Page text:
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Sveiki citās valodās: Common Greetings
Angliski, we use the word ‘hello’ as a catch-all phrase for greeting and meeting just about anyone. We use it for meeting new people, reacquainting with old friends and addressing others.
We even stick “Hello, My Name Is…” stickers on our lapels when attending a conference or a networking event.
The obvious alternative to the word ‘hello’ is ‘hi’ in English. If we want to be very informal or even if we
want to add a little sarcasm to the greeting, we use the shorter form.
Other languages have words similar to the English ‘hello,’ and native speakers use these words similarly. Angliski, we also have a variety of words and phrases that essentially mean the same thing as hello — more or less.
One of the most commonly used synonyms of ‘hello’ used to be ‘good day.’ These days, you don’t hear many Americans greeting each other by saying, “Good day,” but people in other countries still use this phrase commonly.
Saying ‘hello’ in other languages is one of the easiest ways to learn how to greet someone.
Sveiki franču valodā
The French often greet each other by using their version of ‘good day.’ When greeting a native French-speaker, you might say, “Bonjour, comment allez-vous ?” Or, “Good day, kā tev iet?”
The direct translation of ‘hello’ is ‘allo.’ The two words are pronounced similarly. The French pronounce it ah-low, while in English we say, “Hell-low.”
Hello In Spanish
Spanish-speakers (both in Latin American and Spain) saki, “Buenos días,” (much like the French). But the direct translation of ‘hello’ in Spanish is ‘hola.’ It’s very common to greet someone you know by saying, “Hola, como estas?” Or, “Hello, kā tev iet?”
If you’re saying hello in other languages, such as Spanish, when meeting someone for the first time, you usually say, “Mucho gusto,” vai, “nice to meet you.”
Hello In German
The Germans have a word that means ‘hello’ that’s similar to the French ‘allo.’ In Germany, jūs teiktu, “Halo,” when you want to say ‘hi’ to someone. It’s pronounced the same as the French word — but obviously spelled differently.
Hello In Italian
Italian is one of the few romance languages on this list that doesn’t have a word that sounds like ‘hello.’ Instead, Italians say, “Ciao!” when they want to say hello. They also use this word to say ‘goodbye,’ too! Other words that mean ‘hello’ include ‘pronto’ and ‘salve.’ If you’re meeting someone for the first time, you could also say, ‘piacere,’ which means ‘pleased to meet you.’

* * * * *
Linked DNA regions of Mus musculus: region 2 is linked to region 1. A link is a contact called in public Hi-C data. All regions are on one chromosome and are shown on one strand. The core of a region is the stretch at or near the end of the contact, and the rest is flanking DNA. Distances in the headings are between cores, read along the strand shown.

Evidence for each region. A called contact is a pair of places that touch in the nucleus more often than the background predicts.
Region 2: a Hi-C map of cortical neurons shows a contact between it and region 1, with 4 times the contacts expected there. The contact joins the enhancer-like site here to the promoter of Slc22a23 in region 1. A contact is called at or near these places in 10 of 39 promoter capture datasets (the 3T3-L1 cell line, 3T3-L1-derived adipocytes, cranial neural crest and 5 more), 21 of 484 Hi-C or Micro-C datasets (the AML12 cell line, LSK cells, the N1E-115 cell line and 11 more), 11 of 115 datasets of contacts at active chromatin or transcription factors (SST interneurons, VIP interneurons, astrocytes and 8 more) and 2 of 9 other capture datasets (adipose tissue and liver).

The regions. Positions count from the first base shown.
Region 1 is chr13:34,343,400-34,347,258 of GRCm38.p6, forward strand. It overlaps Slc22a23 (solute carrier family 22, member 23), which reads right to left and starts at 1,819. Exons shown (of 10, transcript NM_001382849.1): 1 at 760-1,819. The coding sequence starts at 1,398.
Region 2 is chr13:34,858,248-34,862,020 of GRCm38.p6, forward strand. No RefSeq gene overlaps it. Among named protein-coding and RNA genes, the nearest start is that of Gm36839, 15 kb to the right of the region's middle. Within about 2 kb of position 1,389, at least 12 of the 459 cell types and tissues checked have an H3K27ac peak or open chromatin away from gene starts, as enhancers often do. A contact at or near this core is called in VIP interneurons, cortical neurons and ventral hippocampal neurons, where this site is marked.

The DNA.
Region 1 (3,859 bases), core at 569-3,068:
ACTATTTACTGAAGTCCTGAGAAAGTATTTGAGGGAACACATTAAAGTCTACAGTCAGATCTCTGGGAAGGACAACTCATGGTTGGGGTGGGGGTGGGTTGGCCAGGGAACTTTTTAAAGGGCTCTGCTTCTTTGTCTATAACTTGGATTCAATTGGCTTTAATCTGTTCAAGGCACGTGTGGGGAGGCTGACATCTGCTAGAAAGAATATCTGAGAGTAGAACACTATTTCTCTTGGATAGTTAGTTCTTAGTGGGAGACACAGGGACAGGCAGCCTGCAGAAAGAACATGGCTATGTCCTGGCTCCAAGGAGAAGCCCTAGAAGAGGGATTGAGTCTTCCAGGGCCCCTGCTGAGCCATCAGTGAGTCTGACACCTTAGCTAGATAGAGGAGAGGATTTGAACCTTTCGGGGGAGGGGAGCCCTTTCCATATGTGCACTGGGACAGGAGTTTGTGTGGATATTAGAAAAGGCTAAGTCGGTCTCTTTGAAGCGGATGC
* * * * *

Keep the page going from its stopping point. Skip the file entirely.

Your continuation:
Hello In Russian
The Russian word for ‘hello’ is ‘privet.’ Since Russia uses an alphabet that is different from that of English and the romance languages, the way you’d see this written in Russian is ‘Привет.’
Hello In Mandarin Chinese
One of the most commonly used phrases in Mandarin Chinese is their version of ‘hello,’ ‘ni hao.’ In Mandarin, the word is written using symbols. ‘Ni hao’ looks like 你好 in Mandarin. This word is also one of the most commonly known Mandarin words spoken by those who do not speak Mandarin as a native language. Want to know more ķīniešu frāzes? Mēs esam jūs informējuši!
Hello In Portuguese
Portuguese has its own version of ‘hello’ that might not look like the word in other romance languages but sounds just like it. The Portuguese say, “Olá,” when they want to greet someone casually.
Hello In Japanese
Can you guess how to say ‘hello’ in Japanese? This is one of the most commonly known ways to say ‘hello’ in other languages. If you sound out the word in English, it looks like: Kon’nichiwa. If you want to write it using Japanese symbols, it looks like: こんにちは.
Hello In Korean
Korejiešu, like many languages used in Asia, uses its own alphabet, different from the English alphabet. In Korea, it’s called hangul. If you want to write the word ‘hello’ in Korean, you’d do so with these symbols: 여보세요.
The English phonetic spelling of the word looks like: Yeoboseyo. Saying ‘hello’ in other languages, such as Korean is an easy way to impress your friends who aren’t native English speakers.
Hello In Arabic
Arābu is spoken in 25 valstīs, so you’d hear this word that means ‘hello’ in Egypt, Irāka, Džordana, Kuveita, Morocco and Qatar, just to name a few. If you want to sound out the word to say aloud, jūs teiktu, “Marhabaan.” The written words looks like: هتاف للترحيب.